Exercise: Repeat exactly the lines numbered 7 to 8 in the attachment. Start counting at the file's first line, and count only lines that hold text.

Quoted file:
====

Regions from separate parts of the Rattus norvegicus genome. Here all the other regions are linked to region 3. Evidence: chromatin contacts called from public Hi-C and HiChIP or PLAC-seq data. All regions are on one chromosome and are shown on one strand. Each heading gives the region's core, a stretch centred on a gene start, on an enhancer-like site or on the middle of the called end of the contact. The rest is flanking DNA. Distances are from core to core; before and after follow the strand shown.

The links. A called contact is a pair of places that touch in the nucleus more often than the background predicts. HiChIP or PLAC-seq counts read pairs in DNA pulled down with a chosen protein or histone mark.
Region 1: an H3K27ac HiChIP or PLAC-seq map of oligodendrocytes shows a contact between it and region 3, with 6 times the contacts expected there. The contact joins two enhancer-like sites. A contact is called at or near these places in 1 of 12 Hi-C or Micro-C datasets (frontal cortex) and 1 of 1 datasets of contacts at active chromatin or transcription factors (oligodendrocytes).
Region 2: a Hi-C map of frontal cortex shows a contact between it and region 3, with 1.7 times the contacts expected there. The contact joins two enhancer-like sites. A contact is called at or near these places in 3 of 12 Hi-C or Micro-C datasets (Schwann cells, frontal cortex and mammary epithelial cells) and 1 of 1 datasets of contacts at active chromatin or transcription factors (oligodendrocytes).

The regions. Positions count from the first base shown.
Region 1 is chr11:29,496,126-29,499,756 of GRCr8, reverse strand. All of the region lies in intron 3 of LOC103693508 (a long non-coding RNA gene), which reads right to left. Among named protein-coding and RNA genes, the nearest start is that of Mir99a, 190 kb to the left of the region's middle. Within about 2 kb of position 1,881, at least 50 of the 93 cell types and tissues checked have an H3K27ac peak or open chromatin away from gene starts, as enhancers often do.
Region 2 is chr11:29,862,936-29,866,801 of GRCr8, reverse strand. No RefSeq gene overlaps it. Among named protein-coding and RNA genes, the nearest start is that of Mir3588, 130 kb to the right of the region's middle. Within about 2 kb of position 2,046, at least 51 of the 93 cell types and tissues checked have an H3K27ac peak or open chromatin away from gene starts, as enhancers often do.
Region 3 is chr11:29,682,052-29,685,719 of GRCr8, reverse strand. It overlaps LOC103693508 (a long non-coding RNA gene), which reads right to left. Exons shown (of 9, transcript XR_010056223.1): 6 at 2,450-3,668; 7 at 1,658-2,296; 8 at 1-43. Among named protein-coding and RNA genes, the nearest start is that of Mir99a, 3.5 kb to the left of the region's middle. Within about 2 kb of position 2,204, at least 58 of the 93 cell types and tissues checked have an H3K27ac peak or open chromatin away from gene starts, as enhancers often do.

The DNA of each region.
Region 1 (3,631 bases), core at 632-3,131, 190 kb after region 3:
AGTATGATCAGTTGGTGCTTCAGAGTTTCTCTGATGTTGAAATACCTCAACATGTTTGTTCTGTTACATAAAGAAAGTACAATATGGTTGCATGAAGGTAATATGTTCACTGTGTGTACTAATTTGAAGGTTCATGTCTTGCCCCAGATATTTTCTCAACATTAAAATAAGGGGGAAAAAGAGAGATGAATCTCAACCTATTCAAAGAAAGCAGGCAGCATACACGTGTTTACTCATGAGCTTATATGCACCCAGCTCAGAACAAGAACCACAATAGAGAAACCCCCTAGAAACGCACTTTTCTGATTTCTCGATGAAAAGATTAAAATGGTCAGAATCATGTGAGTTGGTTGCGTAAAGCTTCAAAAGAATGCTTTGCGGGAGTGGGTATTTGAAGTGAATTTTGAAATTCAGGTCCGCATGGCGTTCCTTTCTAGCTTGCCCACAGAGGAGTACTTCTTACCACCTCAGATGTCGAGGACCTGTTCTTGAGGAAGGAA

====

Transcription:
Region 2 is chr11:29,862,936-29,866,801 of GRCr8, reverse strand. No RefSeq gene overlaps it. Among named protein-coding and RNA genes, the nearest start is that of Mir3588, 130 kb to the right of the region's middle. Within about 2 kb of position 2,046, at least 51 of the 93 cell types and tissues checked have an H3K27ac peak or open chromatin away from gene starts, as enhancers often do.
Region 3 is chr11:29,682,052-29,685,719 of GRCr8, reverse strand. It overlaps LOC103693508 (a long non-coding RNA gene), which reads right to left. Exons shown (of 9, transcript XR_010056223.1): 6 at 2,450-3,668; 7 at 1,658-2,296; 8 at 1-43. Among named protein-coding and RNA genes, the nearest start is that of Mir99a, 3.5 kb to the left of the region's middle. Within about 2 kb of position 2,204, at least 58 of the 93 cell types and tissues checked have an H3K27ac peak or open chromatin away from gene starts, as enhancers often do.